Avoiding Simpson's paradox centers on first identifying potential confounding variables during the planning phase of a study, and then controlling for these variables in both the design and analysis. The goal, of course, is to determine the true relationship between the independent and outcome variables; that is, to obtain unconfounded estimates of treatment effects.

During the planning phase of a study, relevant confounding variables must be identified and the likely strata frequencies in the treatment groups determined. Identifying potential confounding variables can be accomplished by reviewing the literature and by conducting pilot studies. For example, in the pediatric pain literature, gender has been associated with pain intensity, in that females have reported higher levels of pain intensity than males (Keogh & Eccleston, 2006). Gender, then, has the potential to be a confounding variable. Further, if a particular pain condition under study is more prevalent in males than females, then it would be expected that fewer females would be recruited. Unfortunately, despite extensive review of the literature, there is no guarantee that every potential confounding variable will be known.

The next step is to determine which effects will be examined, or which effects (main or strata) accurately reflect the hypothesis being tested. Consider the hypothetical example previously presented. The hypothesis should state whether the main effects (Intervention versus Control) or the strata effects (Intervention effects within High and Low Seriousness strata) will be tested.

If the hypothesis specifies testing main effects, then the strata effects of the confounding variable would not be tested. However, the main effect means and proportions will be affected by both the unequal cell sizes and the association between the confounding variable and the outcome. Therefore, it would be essential to control for the effects of the confounding variable in the design and analysis, even though these effects would not be tested. Consider the hypothetical example. If the researcher's aim is to determine treatment effects (intervention versus control), then results about the effectiveness of the intervention would be sought, regardless of where the study is conducted (setting) or how seriously ill the patients are. One consideration, though, is that the researcher will need to decide how to interpret the results if there is a treatment by stratum interaction. An interaction would indicate that differences between treatments exist across strata, which would not be revealed in the test of the main effects. In this study, the goal would be to obtain unconfounded main effects by controlling for the seriousness of the illness in the design and analysis.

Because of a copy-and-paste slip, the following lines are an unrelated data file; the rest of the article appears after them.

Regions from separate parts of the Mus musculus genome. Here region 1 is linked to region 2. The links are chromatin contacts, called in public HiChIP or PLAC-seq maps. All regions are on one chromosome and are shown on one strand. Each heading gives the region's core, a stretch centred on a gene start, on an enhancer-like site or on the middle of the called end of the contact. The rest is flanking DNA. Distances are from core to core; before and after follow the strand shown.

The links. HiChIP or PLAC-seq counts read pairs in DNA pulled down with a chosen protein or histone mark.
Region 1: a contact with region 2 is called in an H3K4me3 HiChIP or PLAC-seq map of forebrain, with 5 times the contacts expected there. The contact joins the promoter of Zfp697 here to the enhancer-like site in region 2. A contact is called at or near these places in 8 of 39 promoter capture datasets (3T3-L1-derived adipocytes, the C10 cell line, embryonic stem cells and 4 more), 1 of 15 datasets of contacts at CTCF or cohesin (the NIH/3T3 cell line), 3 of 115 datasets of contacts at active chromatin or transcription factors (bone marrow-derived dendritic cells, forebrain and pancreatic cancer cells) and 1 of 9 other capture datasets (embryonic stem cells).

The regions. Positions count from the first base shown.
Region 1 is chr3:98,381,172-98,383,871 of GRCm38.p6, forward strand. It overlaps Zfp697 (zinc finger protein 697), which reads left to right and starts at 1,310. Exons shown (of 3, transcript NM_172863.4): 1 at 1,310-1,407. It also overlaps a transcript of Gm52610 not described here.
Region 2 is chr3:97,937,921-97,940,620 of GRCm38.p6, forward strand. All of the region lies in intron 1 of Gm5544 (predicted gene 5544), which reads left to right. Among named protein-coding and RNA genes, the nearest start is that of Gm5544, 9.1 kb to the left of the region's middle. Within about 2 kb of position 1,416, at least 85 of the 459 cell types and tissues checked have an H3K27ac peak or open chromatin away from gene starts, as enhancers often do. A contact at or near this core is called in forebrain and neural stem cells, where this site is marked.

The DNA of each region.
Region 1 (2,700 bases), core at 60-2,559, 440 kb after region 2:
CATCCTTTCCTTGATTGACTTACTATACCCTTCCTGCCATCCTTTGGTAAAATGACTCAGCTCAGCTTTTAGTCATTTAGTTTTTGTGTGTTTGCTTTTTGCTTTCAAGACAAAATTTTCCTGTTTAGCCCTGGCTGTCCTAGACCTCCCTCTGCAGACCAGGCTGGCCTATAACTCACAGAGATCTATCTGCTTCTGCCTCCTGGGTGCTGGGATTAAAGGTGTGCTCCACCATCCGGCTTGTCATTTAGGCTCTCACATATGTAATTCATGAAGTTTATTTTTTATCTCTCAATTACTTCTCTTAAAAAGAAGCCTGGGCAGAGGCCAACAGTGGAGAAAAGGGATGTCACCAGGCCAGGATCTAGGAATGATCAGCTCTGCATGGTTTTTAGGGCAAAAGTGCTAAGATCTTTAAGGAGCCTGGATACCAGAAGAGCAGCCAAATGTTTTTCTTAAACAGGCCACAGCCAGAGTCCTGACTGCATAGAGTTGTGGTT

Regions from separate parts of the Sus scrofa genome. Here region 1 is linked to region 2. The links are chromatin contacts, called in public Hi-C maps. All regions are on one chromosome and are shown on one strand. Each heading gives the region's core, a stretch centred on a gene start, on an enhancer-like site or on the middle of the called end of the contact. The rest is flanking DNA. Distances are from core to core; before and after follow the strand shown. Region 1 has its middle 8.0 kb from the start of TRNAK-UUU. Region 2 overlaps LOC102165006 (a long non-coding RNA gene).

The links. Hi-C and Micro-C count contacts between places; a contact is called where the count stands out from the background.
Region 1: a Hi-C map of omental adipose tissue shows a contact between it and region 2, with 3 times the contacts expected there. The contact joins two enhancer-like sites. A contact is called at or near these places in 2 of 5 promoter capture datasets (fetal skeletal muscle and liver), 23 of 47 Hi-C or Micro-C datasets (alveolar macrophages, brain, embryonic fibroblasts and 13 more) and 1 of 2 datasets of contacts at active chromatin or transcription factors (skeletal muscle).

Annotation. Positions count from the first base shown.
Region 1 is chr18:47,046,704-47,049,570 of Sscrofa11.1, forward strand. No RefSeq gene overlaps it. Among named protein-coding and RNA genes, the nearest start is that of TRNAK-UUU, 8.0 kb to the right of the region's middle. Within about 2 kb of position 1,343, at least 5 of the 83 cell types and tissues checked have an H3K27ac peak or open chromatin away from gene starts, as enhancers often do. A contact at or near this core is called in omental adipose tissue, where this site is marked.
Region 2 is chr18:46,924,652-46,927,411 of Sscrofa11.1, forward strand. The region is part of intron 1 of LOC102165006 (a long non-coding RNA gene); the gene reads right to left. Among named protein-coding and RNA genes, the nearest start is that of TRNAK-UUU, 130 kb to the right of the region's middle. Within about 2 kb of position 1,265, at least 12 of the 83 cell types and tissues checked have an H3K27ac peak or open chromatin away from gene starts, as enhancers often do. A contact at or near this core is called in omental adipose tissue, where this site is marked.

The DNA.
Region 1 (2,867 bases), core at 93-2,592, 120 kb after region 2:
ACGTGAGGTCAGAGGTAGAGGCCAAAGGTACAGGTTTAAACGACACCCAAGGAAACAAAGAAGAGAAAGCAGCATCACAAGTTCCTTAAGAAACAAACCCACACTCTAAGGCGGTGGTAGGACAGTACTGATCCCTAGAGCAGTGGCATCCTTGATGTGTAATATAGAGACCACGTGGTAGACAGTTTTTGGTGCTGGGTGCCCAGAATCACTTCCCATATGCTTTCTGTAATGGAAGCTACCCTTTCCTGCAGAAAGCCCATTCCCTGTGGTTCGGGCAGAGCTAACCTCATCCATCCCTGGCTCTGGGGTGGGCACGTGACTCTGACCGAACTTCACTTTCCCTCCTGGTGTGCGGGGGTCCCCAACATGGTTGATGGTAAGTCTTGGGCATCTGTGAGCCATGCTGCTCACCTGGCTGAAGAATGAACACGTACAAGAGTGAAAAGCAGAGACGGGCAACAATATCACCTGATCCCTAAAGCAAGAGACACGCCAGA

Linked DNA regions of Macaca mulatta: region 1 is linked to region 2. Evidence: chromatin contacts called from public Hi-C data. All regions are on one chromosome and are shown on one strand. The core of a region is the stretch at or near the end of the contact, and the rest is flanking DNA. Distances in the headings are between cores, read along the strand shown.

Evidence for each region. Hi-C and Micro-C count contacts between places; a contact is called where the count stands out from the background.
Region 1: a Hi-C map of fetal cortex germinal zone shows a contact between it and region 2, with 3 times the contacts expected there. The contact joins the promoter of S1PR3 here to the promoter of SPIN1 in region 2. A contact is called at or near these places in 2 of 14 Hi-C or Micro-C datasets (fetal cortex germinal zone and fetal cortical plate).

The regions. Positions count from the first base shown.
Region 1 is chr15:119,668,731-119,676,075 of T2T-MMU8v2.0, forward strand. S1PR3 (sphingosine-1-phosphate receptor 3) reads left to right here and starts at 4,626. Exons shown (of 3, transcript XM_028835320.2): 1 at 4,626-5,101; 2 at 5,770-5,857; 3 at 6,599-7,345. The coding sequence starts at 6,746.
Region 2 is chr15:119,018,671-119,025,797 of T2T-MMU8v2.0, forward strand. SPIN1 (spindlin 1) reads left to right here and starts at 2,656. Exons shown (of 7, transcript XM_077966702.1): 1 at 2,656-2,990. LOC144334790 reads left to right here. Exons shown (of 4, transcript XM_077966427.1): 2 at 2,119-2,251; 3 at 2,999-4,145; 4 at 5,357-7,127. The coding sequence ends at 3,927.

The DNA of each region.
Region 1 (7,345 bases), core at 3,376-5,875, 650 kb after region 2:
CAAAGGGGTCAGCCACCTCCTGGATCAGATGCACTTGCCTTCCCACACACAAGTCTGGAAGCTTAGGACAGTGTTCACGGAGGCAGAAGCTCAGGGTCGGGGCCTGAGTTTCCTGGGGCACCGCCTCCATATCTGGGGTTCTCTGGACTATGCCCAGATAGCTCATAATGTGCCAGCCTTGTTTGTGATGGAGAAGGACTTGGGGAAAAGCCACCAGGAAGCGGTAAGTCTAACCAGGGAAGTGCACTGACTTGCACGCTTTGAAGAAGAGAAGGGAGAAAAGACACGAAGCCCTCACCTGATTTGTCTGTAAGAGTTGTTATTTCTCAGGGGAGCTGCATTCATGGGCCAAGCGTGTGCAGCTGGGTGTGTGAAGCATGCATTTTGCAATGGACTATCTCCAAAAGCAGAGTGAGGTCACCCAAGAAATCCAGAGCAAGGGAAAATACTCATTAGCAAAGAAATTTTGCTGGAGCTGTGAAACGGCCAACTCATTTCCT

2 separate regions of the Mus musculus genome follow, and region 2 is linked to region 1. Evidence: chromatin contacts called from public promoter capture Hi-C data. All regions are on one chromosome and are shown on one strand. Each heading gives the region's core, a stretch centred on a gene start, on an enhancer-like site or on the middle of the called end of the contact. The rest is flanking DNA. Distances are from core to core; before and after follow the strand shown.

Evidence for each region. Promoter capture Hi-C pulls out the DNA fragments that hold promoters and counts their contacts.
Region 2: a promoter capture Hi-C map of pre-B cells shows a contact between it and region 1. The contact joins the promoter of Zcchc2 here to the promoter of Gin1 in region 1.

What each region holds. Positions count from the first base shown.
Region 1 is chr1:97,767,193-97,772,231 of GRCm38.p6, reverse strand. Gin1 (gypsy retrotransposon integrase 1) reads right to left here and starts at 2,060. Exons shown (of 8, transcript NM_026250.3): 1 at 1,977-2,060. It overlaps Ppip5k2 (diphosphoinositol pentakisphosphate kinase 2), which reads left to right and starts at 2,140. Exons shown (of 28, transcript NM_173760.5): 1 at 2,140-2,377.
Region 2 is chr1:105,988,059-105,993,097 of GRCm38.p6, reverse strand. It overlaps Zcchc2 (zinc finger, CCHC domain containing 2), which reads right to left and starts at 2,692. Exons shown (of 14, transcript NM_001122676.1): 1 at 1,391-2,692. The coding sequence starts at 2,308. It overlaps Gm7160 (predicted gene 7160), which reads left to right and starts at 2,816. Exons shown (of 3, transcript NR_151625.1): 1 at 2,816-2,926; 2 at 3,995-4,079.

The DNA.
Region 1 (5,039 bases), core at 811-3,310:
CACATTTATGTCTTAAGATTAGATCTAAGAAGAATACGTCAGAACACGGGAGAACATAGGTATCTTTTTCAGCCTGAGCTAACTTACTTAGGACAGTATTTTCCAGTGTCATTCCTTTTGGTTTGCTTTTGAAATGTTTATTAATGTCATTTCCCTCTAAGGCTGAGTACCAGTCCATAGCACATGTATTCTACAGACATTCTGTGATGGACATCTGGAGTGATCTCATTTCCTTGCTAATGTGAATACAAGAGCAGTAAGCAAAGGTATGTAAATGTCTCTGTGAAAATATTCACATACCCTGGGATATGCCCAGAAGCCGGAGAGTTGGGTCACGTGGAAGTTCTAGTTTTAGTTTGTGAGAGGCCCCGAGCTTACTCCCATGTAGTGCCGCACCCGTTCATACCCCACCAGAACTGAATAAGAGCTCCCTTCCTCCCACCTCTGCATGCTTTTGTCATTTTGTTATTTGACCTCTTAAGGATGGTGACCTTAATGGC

On the other hand, the hypothesis may call for the strata effects to be tested. For example, the effects of interest may be the treatment effects between the experimental groups for each stratum of Seriousness. Because *separate* strata effects are of interest, the researcher will not test whether the results within separate strata differ from each other. As with main effects, an appropriate design and analysis to best estimate strata effects should be chosen. In estimating the within-strata effects, results are not confounded by unequal cell sizes and the association between the treatment and the confounding variable. In summary, it is the hypothesis that determines the level at which to draw a conclusion, main or strata effects.

Once the researcher has identified relevant confounds and has determined which effects are of interest, the next step is to choose an appropriate design and analysis plan that best controls for the confounding variable in the context of the research question. A key point to consider in designing a study is that Simpson's paradox could not arise if the groups are equivalent on the confounding variable. To avoid Simpson's paradox, a design that is most effective for generating balanced group sample sizes would be selected and appropriate statistical control procedures would be applied to account for potential confounding factors. A number of designs can be used to achieve balance among treatment groups. Three designs that can be used in experimental studies for producing groups balanced on confounding variables are presented: simple randomization, randomized block design, and minimization. The researcher must decide which design is most suitable for both controlling the confounding variable and answering the research question.